FIG. 52 is a top view showing the structure of a light condensing member and a glass plate in the eighth embodiment of the invention;

FIG. 53 is a perspective view illustrating the structure of a light condensing member in the eighth embodiment of the invention;

FIG. 54 is a top view showing the structure of a light condensing member in the eighth embodiment of the invention;

FIG. 55 is a side view showing the structure of a light condensing member in the eighth embodiment of the invention;

FIG. 56 is a side view illustrating the travel of laser light that has entered a light condensing member in the eighth embodiment of the invention;

FIG. 57 is a top view illustrating the travel of laser light that has entered a light condensing member in the eighth embodiment of the invention;

FIG. 58 is a top view showing a modified example of arrangement directions of semiconductor laser elements in the eighth embodiment of the invention;

FIG. 59 is a top view showing a modified example of a light condensing member in the eighth embodiment of the invention;

FIG. 60 is a perspective view showing a modified example of a light condensing member in the eighth embodiment of the invention;

FIG. 61 is a front view showing the light exit face of the light condensing member shown in FIG. 60;

FIG. 62 is a perspective view showing a modified example of a light condensing member in the eighth embodiment of the invention;

FIG. 63 is a diagram illustrating a light intensity distribution of laser light on the light exit face of a light condensing member in the eighth embodiment of the invention;

FIG. 64 is a diagram showing the structure of and around a fluorescent member in the eighth embodiment of the invention;

FIG. 65 is a perspective view showing a fluorescent member of which only a central part is irradiated with laser light;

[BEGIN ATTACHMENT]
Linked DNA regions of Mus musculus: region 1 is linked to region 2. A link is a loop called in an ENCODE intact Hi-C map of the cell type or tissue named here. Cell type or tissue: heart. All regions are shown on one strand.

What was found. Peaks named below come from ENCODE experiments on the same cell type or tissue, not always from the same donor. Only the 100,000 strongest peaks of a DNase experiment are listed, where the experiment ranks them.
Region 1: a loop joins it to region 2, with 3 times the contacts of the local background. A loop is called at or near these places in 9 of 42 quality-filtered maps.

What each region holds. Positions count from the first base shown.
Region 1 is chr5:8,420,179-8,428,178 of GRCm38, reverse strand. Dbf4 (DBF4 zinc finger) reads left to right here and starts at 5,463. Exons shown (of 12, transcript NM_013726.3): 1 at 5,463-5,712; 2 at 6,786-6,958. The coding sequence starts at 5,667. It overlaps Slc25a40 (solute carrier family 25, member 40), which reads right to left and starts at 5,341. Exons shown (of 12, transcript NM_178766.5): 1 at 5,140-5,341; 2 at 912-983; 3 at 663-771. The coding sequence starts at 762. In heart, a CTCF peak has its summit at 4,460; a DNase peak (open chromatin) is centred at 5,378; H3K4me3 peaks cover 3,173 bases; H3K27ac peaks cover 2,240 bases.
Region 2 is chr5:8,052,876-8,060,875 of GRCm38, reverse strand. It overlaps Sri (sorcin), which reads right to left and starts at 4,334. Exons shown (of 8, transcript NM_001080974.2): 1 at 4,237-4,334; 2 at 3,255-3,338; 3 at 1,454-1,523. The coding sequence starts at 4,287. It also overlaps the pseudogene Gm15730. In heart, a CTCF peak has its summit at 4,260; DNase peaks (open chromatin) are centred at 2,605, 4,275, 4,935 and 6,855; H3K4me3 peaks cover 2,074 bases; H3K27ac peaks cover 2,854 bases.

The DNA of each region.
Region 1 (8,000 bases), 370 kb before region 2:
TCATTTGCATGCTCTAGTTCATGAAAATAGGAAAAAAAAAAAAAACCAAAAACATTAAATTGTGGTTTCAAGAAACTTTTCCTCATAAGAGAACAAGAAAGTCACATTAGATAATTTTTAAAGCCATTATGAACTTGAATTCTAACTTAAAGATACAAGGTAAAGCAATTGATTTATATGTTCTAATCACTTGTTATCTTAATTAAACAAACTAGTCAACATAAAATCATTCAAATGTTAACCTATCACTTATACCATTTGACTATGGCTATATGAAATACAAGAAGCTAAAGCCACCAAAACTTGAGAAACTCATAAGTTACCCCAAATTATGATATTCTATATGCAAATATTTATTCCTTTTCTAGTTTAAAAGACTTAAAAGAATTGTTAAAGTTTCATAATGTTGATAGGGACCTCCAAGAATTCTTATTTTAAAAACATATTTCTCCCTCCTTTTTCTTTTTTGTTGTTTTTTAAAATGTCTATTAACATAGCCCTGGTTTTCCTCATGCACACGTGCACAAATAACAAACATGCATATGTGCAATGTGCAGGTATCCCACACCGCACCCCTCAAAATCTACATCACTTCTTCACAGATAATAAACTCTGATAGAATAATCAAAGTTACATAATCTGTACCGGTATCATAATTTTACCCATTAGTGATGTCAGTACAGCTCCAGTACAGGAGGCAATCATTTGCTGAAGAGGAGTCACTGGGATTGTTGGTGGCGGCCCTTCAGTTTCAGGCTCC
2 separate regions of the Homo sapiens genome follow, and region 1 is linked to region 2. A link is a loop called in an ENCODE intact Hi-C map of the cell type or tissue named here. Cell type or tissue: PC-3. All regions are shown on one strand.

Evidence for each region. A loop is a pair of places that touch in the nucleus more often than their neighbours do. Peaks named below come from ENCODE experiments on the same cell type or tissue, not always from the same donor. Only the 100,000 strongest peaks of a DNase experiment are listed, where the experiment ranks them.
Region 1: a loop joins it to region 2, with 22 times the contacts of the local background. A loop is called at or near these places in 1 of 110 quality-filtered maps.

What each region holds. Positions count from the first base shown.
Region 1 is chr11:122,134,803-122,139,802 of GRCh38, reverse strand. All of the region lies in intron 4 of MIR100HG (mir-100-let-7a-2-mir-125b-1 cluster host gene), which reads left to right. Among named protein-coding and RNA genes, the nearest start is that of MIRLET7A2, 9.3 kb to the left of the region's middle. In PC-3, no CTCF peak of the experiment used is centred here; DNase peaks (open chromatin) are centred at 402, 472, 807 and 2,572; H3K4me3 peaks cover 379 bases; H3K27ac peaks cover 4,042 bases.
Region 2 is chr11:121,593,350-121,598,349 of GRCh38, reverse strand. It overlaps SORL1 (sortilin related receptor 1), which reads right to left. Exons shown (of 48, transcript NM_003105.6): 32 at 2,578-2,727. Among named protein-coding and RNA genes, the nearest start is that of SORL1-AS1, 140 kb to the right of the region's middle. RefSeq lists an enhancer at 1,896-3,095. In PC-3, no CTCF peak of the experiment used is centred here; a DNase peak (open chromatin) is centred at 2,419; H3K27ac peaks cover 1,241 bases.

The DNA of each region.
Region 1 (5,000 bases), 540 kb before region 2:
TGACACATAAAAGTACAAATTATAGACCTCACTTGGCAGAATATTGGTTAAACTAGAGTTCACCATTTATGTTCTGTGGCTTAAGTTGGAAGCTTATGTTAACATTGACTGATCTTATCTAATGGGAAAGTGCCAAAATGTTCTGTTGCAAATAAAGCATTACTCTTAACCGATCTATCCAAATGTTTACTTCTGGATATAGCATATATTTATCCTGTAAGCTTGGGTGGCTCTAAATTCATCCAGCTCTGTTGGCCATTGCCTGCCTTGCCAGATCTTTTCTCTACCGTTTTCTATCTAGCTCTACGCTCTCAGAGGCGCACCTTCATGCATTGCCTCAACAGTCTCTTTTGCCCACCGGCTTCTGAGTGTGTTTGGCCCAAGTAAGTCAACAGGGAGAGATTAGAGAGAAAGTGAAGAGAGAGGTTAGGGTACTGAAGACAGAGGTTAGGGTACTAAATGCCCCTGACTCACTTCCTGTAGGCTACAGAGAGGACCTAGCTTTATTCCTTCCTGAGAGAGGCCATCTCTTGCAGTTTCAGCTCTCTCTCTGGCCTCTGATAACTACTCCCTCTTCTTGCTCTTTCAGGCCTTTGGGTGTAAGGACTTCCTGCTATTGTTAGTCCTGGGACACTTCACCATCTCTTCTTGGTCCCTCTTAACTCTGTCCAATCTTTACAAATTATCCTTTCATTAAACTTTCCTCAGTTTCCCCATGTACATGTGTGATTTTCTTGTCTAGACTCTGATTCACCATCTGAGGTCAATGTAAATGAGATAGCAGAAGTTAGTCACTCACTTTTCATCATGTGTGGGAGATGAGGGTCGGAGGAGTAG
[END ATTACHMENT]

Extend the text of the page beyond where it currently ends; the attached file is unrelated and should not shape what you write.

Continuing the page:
FIG. 66 is a sectional view illustrating the structure of a reflecting member in the eighth embodiment of the invention;

FIG. 67 is a front view illustrating the structure of a reflecting member in the eighth embodiment of the invention;

FIG. 68 is a perspective view showing the structure of a light condensing member and metal belts in a ninth embodiment of the invention;

FIG. 69 is a top view showing the structure of a light condensing member in the ninth embodiment of the invention;

FIG. 70 is a side view showing the structure of a light condensing member in the ninth embodiment of the invention;

FIG. 71 is a top view showing the structure of a light condensing member and semiconductor laser elements in the ninth embodiment of the invention;

FIG. 72 is a diagram illustrating experiments conducted to verify the effect of a holding member in the ninth embodiment of the invention;

FIG. 73 is a perspective view showing the structure of a light condensing member and a holding member in a tenth embodiment of the invention;

FIG. 74 is a sectional view showing the structure of a light condensing member and a holding member in a tenth embodiment of the invention;

FIG. 75 is a top view showing the structure of a light condensing member and semiconductor laser elements in the tenth embodiment of the invention;

FIG. 76 is a perspective view showing a modified example of a holding member in the tenth embodiment of the invention;

FIG. 77 is a sectional view showing the structure of a light condensing member and a holding member in the tenth embodiment of the invention;

FIG. 78 is a perspective view showing the structure of a light condensing member and a holding member in an eleventh embodiment of the invention;

FIG. 79 is a sectional view showing the structure of a light condensing member and a holding member in the eleventh embodiment of the invention;

FIG. 80 is a sectional view showing the structure of a light condensing member and a holding member in a twelfth embodiment of the invention;

FIG. 81 is a perspective view illustrating a holding member in a sixth modified example of the invention;

FIG. 82 is a perspective view showing the structure of a light emitting apparatus in a seventh modified example of the invention;

FIG. 83 is a perspective view showing the structure of a miniature package in a light emitting apparatus in the seventh modified example of the invention;

FIG. 84 is a top view showing the structure of a light condensing member in an eighth modified example of the invention;

FIG. 85 is a side view showing the structure of a light condensing member in the eighth modified example of the invention;

FIG. 86 is a diagram showing relevant dimensions of a light condensing member in the eighth modified example of the invention;

FIG. 87 is a sectional view showing the structure of a light condensing unit in a ninth modified example of the invention; and

FIG. 88 is a sectional view showing the structure of a light emitting apparatus in a tenth modified example of the invention.

DETAILED DESCRIPTION OF PREFERRED EMBODIMENTS

Hereinafter, embodiments of the present invention will be described with reference to the accompanying drawings. For the sake of easy understanding, hatching may occasionally be omitted even in sectional views, and may occasionally be applied elsewhere than in sectional views.

First Embodiment